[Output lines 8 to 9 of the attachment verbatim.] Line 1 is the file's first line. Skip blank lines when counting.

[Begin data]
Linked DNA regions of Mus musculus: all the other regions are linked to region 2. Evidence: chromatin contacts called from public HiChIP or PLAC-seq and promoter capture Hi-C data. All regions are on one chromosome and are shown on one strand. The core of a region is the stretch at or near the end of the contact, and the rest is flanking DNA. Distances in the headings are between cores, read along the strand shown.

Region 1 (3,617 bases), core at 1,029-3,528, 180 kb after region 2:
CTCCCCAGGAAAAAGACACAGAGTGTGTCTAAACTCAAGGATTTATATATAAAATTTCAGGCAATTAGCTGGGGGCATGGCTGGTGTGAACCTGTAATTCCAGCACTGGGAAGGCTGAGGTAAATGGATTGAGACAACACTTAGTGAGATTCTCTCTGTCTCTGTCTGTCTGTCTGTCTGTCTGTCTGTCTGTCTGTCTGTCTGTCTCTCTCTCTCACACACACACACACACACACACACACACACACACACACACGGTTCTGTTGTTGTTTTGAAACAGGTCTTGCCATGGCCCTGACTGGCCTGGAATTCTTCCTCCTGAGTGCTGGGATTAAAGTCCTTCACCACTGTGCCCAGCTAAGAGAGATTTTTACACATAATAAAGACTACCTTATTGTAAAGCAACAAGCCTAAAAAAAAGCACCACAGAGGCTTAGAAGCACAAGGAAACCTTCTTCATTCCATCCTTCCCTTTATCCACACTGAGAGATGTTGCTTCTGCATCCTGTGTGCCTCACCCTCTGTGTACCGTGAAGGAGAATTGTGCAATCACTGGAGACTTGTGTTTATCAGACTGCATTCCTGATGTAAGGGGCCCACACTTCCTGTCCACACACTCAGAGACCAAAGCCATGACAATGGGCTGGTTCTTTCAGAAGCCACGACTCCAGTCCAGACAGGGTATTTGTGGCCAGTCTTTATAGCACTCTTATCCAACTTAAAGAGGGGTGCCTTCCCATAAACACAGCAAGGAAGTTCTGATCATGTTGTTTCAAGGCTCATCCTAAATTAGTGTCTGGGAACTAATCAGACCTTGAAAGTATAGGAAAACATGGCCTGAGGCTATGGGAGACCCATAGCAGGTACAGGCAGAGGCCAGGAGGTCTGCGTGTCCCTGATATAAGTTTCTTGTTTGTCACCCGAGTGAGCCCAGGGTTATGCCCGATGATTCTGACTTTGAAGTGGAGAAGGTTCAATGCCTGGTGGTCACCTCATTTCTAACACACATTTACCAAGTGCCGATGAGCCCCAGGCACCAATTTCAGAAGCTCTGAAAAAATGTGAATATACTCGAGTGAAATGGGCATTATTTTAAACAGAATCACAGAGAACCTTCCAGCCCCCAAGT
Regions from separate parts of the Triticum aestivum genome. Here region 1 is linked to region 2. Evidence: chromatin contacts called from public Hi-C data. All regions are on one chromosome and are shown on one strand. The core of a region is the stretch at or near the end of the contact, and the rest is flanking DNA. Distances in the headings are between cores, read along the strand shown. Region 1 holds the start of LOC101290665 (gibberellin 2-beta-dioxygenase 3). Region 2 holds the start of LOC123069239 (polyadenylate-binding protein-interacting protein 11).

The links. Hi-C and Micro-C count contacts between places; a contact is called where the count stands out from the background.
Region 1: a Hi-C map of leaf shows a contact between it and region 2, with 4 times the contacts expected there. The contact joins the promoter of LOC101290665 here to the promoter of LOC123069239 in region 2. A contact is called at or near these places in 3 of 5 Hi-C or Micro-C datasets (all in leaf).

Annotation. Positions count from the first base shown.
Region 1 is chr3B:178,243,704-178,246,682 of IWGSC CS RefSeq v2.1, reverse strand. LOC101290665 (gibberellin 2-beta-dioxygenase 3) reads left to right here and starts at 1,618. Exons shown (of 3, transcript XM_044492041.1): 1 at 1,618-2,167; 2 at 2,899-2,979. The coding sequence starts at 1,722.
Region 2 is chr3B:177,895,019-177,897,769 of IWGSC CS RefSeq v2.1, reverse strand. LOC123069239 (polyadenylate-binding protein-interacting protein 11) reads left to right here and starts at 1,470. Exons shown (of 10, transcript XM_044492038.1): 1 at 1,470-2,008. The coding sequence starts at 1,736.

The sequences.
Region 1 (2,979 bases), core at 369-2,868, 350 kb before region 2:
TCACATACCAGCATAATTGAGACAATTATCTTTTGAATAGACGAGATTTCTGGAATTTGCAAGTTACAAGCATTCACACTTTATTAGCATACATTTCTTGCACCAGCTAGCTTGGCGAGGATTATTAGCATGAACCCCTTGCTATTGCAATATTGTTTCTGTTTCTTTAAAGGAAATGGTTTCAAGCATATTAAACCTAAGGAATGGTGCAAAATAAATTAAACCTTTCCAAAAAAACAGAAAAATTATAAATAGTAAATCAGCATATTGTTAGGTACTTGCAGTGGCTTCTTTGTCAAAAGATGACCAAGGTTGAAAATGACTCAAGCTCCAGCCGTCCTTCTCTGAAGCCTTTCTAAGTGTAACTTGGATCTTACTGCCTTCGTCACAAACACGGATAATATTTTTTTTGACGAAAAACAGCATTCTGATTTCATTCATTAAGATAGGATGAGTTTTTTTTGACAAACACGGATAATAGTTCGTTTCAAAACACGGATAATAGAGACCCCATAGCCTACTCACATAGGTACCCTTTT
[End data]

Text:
Region 1 is chr3B:178,243,704-178,246,682 of IWGSC CS RefSeq v2.1, reverse strand. LOC101290665 (gibberellin 2-beta-dioxygenase 3) reads left to right here and starts at 1,618. Exons shown (of 3, transcript XM_044492041.1): 1 at 1,618-2,167; 2 at 2,899-2,979. The coding sequence starts at 1,722.
Region 2 is chr3B:177,895,019-177,897,769 of IWGSC CS RefSeq v2.1, reverse strand. LOC123069239 (polyadenylate-binding protein-interacting protein 11) reads left to right here and starts at 1,470. Exons shown (of 10, transcript XM_044492038.1): 1 at 1,470-2,008. The coding sequence starts at 1,736.